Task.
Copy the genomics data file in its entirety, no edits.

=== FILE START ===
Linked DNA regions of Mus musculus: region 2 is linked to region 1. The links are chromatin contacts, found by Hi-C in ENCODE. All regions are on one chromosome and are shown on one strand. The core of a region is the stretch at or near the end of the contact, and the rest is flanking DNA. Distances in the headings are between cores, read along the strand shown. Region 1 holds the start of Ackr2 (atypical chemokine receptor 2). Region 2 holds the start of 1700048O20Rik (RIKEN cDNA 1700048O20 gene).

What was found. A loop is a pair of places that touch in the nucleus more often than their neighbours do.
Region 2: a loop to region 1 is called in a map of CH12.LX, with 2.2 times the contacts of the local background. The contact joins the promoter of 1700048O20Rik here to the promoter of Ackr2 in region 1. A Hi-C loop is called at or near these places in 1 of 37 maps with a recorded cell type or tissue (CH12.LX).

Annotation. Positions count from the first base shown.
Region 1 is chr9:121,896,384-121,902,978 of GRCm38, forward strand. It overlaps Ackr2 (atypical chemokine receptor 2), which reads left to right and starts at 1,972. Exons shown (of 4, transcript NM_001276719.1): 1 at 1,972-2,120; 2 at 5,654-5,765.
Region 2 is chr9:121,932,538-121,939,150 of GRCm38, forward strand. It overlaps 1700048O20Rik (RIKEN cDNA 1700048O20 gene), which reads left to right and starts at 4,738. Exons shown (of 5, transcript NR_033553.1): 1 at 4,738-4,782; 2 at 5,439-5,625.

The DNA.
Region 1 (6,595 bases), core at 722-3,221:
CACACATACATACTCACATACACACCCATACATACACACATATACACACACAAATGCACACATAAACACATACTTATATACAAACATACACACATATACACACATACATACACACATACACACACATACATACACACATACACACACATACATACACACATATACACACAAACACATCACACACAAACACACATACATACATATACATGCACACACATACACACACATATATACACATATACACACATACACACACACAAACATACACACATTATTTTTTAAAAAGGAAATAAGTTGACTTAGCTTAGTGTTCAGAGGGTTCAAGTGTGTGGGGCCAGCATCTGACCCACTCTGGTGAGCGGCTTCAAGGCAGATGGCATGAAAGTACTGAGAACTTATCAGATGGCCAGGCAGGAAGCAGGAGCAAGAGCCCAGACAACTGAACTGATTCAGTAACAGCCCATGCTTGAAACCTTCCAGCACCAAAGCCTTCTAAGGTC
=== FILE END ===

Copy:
Linked DNA regions of Mus musculus: region 2 is linked to region 1. The links are chromatin contacts, found by Hi-C in ENCODE. All regions are on one chromosome and are shown on one strand. The core of a region is the stretch at or near the end of the contact, and the rest is flanking DNA. Distances in the headings are between cores, read along the strand shown. Region 1 holds the start of Ackr2 (atypical chemokine receptor 2). Region 2 holds the start of 1700048O20Rik (RIKEN cDNA 1700048O20 gene).

What was found. A loop is a pair of places that touch in the nucleus more often than their neighbours do.
Region 2: a loop to region 1 is called in a map of CH12.LX, with 2.2 times the contacts of the local background. The contact joins the promoter of 1700048O20Rik here to the promoter of Ackr2 in region 1. A Hi-C loop is called at or near these places in 1 of 37 maps with a recorded cell type or tissue (CH12.LX).

Annotation. Positions count from the first base shown.
Region 1 is chr9:121,896,384-121,902,978 of GRCm38, forward strand. It overlaps Ackr2 (atypical chemokine receptor 2), which reads left to right and starts at 1,972. Exons shown (of 4, transcript NM_001276719.1): 1 at 1,972-2,120; 2 at 5,654-5,765.
Region 2 is chr9:121,932,538-121,939,150 of GRCm38, forward strand. It overlaps 1700048O20Rik (RIKEN cDNA 1700048O20 gene), which reads left to right and starts at 4,738. Exons shown (of 5, transcript NR_033553.1): 1 at 4,738-4,782; 2 at 5,439-5,625.

The DNA.
Region 1 (6,595 bases), core at 722-3,221:
CACACATACATACTCACATACACACCCATACATACACACATATACACACACAAATGCACACATAAACACATACTTATATACAAACATACACACATATACACACATACATACACACATACACACACATACATACACACATACACACACATACATACACACATATACACACAAACACATCACACACAAACACACATACATACATATACATGCACACACATACACACACATATATACACATATACACACATACACACACACAAACATACACACATTATTTTTTAAAAAGGAAATAAGTTGACTTAGCTTAGTGTTCAGAGGGTTCAAGTGTGTGGGGCCAGCATCTGACCCACTCTGGTGAGCGGCTTCAAGGCAGATGGCATGAAAGTACTGAGAACTTATCAGATGGCCAGGCAGGAAGCAGGAGCAAGAGCCCAGACAACTGAACTGATTCAGTAACAGCCCATGCTTGAAACCTTCCAGCACCAAAGCCTTCTAAGGTC